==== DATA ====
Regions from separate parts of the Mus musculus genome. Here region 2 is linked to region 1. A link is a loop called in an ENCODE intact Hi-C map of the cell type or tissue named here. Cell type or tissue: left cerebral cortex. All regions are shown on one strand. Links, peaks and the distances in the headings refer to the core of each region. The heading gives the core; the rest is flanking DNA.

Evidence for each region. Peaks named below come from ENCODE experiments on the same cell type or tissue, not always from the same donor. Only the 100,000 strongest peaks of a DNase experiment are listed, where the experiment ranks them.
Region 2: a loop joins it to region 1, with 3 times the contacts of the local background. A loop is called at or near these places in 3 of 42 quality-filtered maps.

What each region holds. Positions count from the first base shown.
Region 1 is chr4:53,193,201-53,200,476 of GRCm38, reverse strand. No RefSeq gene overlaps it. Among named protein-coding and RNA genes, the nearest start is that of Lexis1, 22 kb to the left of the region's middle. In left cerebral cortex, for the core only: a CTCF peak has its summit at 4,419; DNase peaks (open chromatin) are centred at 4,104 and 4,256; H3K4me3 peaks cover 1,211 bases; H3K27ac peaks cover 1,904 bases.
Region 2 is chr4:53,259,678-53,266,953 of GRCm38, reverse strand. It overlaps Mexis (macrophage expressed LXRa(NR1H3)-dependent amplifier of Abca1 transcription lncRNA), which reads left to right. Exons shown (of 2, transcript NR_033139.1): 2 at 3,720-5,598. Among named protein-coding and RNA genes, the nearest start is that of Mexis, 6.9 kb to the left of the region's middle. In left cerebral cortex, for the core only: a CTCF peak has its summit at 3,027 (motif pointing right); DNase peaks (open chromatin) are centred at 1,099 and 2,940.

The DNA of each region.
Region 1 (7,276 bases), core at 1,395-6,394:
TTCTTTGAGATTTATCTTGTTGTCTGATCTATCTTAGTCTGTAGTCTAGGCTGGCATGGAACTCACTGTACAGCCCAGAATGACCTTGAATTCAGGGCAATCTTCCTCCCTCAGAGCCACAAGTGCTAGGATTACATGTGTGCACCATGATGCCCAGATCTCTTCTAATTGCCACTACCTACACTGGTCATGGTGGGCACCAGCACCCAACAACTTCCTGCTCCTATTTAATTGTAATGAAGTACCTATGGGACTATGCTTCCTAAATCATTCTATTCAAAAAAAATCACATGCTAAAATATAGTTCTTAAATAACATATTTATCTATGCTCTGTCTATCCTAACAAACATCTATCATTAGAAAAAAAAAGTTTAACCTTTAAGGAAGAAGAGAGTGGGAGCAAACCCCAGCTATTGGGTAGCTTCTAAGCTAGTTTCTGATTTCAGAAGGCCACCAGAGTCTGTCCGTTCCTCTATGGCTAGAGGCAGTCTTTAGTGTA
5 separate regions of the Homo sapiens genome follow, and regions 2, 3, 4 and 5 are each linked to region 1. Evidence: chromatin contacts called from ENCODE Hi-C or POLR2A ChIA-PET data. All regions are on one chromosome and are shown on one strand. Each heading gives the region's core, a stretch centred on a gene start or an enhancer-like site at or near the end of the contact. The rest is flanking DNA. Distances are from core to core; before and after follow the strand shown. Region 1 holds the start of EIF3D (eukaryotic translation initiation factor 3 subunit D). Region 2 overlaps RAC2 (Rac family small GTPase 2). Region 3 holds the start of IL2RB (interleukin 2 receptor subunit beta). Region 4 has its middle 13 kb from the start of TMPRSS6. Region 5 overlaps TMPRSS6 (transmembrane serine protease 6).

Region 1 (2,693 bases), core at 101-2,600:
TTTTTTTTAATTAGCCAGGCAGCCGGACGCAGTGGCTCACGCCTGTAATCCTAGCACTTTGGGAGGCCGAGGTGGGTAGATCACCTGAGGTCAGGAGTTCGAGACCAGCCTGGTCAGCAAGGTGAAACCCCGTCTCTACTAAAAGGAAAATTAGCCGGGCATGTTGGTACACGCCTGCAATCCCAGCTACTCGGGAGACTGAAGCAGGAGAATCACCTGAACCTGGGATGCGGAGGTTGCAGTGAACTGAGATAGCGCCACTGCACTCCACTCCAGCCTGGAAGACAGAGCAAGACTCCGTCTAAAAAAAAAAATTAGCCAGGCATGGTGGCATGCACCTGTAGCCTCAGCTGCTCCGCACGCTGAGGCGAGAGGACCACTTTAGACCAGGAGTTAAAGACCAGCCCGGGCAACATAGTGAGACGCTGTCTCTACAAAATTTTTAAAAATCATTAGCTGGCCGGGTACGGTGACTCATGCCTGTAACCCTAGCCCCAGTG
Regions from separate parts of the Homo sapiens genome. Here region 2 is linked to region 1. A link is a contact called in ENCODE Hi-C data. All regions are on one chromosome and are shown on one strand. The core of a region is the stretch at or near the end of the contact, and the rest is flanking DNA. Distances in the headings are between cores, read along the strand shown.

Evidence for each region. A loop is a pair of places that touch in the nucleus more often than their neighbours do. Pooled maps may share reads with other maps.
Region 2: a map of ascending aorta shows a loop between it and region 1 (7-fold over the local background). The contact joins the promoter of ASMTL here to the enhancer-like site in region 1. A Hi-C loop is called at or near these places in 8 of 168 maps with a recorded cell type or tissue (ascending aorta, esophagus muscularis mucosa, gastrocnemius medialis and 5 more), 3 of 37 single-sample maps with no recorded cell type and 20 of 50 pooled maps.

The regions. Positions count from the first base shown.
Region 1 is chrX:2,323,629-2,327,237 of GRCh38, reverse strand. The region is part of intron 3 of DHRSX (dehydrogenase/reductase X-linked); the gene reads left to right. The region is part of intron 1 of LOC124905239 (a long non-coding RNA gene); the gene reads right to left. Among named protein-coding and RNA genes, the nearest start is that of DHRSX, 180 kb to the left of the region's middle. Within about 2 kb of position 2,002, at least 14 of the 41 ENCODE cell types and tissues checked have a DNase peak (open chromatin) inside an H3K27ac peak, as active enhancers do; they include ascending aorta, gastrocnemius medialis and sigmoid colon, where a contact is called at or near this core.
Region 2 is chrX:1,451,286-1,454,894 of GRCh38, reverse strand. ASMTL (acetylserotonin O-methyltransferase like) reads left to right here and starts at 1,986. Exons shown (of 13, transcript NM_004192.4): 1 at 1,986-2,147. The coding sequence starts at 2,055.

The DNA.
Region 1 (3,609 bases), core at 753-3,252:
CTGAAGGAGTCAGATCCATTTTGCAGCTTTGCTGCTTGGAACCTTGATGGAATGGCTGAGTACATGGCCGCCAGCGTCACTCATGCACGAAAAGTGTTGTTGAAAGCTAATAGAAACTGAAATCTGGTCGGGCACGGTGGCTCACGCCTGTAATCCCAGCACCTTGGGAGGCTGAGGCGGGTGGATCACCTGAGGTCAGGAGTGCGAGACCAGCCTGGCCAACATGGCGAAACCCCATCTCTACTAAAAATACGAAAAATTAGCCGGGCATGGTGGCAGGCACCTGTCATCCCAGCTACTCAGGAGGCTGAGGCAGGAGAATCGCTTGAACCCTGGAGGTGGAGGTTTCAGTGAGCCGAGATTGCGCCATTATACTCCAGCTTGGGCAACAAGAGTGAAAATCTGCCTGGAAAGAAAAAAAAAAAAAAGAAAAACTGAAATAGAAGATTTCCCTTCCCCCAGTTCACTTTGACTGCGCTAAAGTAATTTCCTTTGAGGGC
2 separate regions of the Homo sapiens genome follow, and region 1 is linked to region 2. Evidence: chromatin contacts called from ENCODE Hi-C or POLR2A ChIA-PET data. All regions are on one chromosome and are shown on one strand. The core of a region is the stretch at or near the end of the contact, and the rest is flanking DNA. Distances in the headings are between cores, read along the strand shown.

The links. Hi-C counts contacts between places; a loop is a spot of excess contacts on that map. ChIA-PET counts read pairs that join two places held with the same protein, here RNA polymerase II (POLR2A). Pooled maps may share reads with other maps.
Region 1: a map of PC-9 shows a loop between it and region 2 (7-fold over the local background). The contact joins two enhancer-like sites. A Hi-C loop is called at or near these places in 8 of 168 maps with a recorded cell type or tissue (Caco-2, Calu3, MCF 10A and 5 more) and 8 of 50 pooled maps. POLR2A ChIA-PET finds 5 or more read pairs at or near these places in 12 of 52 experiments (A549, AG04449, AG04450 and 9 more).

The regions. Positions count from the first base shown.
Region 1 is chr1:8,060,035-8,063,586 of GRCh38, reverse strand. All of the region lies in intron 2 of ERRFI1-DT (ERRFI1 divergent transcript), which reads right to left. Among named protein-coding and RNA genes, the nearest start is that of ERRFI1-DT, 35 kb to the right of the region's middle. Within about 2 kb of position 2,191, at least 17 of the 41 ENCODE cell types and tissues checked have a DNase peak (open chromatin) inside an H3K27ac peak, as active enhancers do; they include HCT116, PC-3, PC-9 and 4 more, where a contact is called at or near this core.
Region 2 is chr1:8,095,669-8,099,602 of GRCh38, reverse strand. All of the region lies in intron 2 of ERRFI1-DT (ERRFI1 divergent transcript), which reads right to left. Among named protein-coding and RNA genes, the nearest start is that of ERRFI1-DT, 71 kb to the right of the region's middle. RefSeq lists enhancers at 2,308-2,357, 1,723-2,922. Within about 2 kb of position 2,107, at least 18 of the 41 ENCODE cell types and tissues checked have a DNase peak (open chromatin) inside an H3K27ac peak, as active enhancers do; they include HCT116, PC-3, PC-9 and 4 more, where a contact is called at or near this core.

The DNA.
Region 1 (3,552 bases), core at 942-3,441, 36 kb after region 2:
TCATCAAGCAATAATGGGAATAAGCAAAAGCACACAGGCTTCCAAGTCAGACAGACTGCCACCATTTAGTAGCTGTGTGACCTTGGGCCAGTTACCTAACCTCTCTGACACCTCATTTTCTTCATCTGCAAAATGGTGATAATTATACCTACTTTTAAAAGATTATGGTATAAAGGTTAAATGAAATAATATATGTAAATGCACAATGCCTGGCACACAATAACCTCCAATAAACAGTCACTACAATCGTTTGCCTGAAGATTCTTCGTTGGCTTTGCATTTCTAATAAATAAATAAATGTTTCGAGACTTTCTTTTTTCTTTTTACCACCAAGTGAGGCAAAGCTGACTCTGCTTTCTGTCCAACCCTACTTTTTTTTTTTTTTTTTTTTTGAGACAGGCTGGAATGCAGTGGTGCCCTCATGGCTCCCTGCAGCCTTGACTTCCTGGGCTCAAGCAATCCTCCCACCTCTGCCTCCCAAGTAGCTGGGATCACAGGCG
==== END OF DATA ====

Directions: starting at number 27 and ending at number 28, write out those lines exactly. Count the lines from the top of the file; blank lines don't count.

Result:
Region 2 is chr1:8,095,669-8,099,602 of GRCh38, reverse strand. All of the region lies in intron 2 of ERRFI1-DT (ERRFI1 divergent transcript), which reads right to left. Among named protein-coding and RNA genes, the nearest start is that of ERRFI1-DT, 71 kb to the right of the region's middle. RefSeq lists enhancers at 2,308-2,357, 1,723-2,922. Within about 2 kb of position 2,107, at least 18 of the 41 ENCODE cell types and tissues checked have a DNase peak (open chromatin) inside an H3K27ac peak, as active enhancers do; they include HCT116, PC-3, PC-9 and 4 more, where a contact is called at or near this core.

The DNA.